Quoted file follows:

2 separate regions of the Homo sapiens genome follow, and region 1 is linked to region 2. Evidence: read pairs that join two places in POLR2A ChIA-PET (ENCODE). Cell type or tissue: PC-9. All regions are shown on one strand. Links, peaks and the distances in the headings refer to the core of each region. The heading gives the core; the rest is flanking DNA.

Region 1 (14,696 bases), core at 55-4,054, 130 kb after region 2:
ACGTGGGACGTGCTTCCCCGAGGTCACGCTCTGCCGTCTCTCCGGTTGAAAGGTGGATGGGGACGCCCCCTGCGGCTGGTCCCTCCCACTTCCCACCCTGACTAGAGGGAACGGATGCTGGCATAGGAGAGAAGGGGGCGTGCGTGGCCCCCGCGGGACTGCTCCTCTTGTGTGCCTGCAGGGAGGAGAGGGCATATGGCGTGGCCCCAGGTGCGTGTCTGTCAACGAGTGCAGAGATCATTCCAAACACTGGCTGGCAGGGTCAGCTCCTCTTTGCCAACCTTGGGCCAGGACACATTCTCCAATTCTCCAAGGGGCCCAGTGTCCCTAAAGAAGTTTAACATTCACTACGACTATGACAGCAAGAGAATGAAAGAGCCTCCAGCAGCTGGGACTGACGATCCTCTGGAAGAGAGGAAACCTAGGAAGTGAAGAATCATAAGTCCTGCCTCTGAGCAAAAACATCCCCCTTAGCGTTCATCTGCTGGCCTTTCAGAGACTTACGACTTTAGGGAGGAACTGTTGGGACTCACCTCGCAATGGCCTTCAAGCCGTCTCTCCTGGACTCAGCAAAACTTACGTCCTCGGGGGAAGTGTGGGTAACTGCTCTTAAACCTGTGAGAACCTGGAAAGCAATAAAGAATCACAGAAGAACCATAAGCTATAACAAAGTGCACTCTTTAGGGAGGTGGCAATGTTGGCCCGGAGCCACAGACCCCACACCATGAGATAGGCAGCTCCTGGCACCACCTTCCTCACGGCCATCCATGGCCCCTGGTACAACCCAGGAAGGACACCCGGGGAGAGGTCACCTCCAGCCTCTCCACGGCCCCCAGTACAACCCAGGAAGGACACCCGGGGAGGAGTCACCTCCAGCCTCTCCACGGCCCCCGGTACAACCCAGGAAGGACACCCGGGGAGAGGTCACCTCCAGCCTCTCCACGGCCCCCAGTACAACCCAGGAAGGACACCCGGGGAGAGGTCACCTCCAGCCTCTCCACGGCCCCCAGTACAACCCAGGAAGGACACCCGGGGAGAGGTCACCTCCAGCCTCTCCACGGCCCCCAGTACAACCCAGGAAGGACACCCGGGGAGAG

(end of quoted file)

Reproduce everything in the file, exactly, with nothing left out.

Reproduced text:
2 separate regions of the Homo sapiens genome follow, and region 1 is linked to region 2. Evidence: read pairs that join two places in POLR2A ChIA-PET (ENCODE). Cell type or tissue: PC-9. All regions are shown on one strand. Links, peaks and the distances in the headings refer to the core of each region. The heading gives the core; the rest is flanking DNA.

Region 1 (14,696 bases), core at 55-4,054, 130 kb after region 2:
ACGTGGGACGTGCTTCCCCGAGGTCACGCTCTGCCGTCTCTCCGGTTGAAAGGTGGATGGGGACGCCCCCTGCGGCTGGTCCCTCCCACTTCCCACCCTGACTAGAGGGAACGGATGCTGGCATAGGAGAGAAGGGGGCGTGCGTGGCCCCCGCGGGACTGCTCCTCTTGTGTGCCTGCAGGGAGGAGAGGGCATATGGCGTGGCCCCAGGTGCGTGTCTGTCAACGAGTGCAGAGATCATTCCAAACACTGGCTGGCAGGGTCAGCTCCTCTTTGCCAACCTTGGGCCAGGACACATTCTCCAATTCTCCAAGGGGCCCAGTGTCCCTAAAGAAGTTTAACATTCACTACGACTATGACAGCAAGAGAATGAAAGAGCCTCCAGCAGCTGGGACTGACGATCCTCTGGAAGAGAGGAAACCTAGGAAGTGAAGAATCATAAGTCCTGCCTCTGAGCAAAAACATCCCCCTTAGCGTTCATCTGCTGGCCTTTCAGAGACTTACGACTTTAGGGAGGAACTGTTGGGACTCACCTCGCAATGGCCTTCAAGCCGTCTCTCCTGGACTCAGCAAAACTTACGTCCTCGGGGGAAGTGTGGGTAACTGCTCTTAAACCTGTGAGAACCTGGAAAGCAATAAAGAATCACAGAAGAACCATAAGCTATAACAAAGTGCACTCTTTAGGGAGGTGGCAATGTTGGCCCGGAGCCACAGACCCCACACCATGAGATAGGCAGCTCCTGGCACCACCTTCCTCACGGCCATCCATGGCCCCTGGTACAACCCAGGAAGGACACCCGGGGAGAGGTCACCTCCAGCCTCTCCACGGCCCCCAGTACAACCCAGGAAGGACACCCGGGGAGGAGTCACCTCCAGCCTCTCCACGGCCCCCGGTACAACCCAGGAAGGACACCCGGGGAGAGGTCACCTCCAGCCTCTCCACGGCCCCCAGTACAACCCAGGAAGGACACCCGGGGAGAGGTCACCTCCAGCCTCTCCACGGCCCCCAGTACAACCCAGGAAGGACACCCGGGGAGAGGTCACCTCCAGCCTCTCCACGGCCCCCAGTACAACCCAGGAAGGACACCCGGGGAGAG